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How to make sure your network is future-proofed

How to make sure your network is future-proofed If you invest in a network you want to be sure that it can grow with you and, when you want to make use of new technologies, you can do so without throwing the whole set-up out and starting again or incurring any major costs upgrading.

The first question you should ask when looking at a network is of course, “what is it going to be used for?” Usually the reason for linking up all your PCs in a local-area network or LAN is quite simply to share resources and software. Printers and Internet connections, accounting and office software and of course files and information, are easier to share when you are networked.

But the second question should be “what will we want to do with it in a year or two from now?” This is not so easy to answer without a crystal ball but it is important to try. If your business is growing, you might be expecting to expand the network so buying a switch (the central control point of the network) with enough capacity to cope with the extra users might be worthwhile.

On the move?

If you are expecting to re-locate you will almost certainly be better off with a wireless LAN as this is relatively easy, compared to a wired network, to move to a different location. You might need a wireless network anyway if you are in an old building and is difficult to lay cable or there are other restrictions – thick walls, listed status etc.

You may however, want to run high speed video or audio across the network or ensure that you can transfer very large files between users and if this is the case, a wired network might be preferable. While the wireless LAN is perfectly good for everyday use, if you need assured top performance and reliability the good old Cat-5 cabled network is what you’ll need.

If performance is not too much of an issue now but is likely to be something you want in the future – if you plan to host your own web site or ecommerce system for example – then you will want to make sure that your switch and all the network cards and infrastructure will support the speeds you need.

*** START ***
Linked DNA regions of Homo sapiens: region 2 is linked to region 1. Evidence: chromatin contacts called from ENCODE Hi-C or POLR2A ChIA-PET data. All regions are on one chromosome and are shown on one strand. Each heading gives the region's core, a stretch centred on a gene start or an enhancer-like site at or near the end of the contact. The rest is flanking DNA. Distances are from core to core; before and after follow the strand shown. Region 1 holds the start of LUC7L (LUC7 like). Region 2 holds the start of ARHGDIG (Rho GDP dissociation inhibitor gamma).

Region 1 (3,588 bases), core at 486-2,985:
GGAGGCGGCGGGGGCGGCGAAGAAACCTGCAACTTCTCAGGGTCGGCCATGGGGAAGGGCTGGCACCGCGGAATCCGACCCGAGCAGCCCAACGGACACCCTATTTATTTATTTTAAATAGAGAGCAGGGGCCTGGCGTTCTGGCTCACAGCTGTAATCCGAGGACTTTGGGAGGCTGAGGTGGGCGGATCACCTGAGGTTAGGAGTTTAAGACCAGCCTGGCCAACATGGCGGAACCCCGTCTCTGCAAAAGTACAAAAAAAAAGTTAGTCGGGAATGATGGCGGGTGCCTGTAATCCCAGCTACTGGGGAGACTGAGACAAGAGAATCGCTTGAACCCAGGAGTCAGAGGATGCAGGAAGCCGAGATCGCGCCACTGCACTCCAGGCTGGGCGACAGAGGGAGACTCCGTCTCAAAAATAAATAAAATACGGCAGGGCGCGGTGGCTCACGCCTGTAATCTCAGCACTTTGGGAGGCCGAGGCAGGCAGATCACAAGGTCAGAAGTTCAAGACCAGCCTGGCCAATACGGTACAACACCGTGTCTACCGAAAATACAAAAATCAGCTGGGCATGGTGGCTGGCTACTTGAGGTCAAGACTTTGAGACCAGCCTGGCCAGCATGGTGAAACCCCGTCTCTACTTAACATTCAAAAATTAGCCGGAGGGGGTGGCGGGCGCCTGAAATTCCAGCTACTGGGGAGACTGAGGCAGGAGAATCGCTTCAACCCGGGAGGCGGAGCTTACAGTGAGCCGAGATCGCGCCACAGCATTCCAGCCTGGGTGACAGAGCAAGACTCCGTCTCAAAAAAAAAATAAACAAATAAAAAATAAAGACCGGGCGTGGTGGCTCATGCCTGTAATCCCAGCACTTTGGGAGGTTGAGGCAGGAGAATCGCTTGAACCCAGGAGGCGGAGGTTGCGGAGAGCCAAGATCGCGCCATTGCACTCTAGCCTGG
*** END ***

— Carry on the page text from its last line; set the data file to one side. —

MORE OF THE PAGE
Mix and match

Most wired networks today offer a mix of 10/100 or 10/100/1000 capability. These figures refer to the megabits-per-second (mbps) performance of the network. Older networks ran at 10mbps but this speed was increased to 100Mbps some time ago. Many companies though wanted to still use their 10Mbps networking interface cards (the NIC is the card that you put in a PC to connect it to the network) while they used the wider 100Mbps bandwidth on the main backbone of the network. This meant that they got maximum value out of the old 10Mbps equipment but on the main belt of network traffic – which used to get clogged up at 10Mbps – they had 10 times the capacity.

Since that time 1000Mbps or 1Gbps (gigabit-per-second) networking has come along so now many networks are moving to using the 100Mbps capability at the PC and the 1Gbps on the backbone of the LAN. If you want to make sure that you’ll be able to run video-streaming i.e. live video or television on the network or video-conferencing over the network later on, you might want to have this capability.

That said, you can run Voice over IP and even video conferencing and collaborative working applications, where groups of users work together on a document even though they are in different offices and perhaps miles apart, today on 100Mbps LANs and higher performance wireless networks are also coming – 64Mbps is pretty standard now and there are wireless networks offering 125Mbps. But if you do expect to want VoIP, check that the switches and routers that you buy will support this capability first.

But whatever you do, always listen carefully to the advice your supplier gives you and do your homework. If you are unsure, seek out an accredited reseller for one of the leading networking technology providers and ask their advice.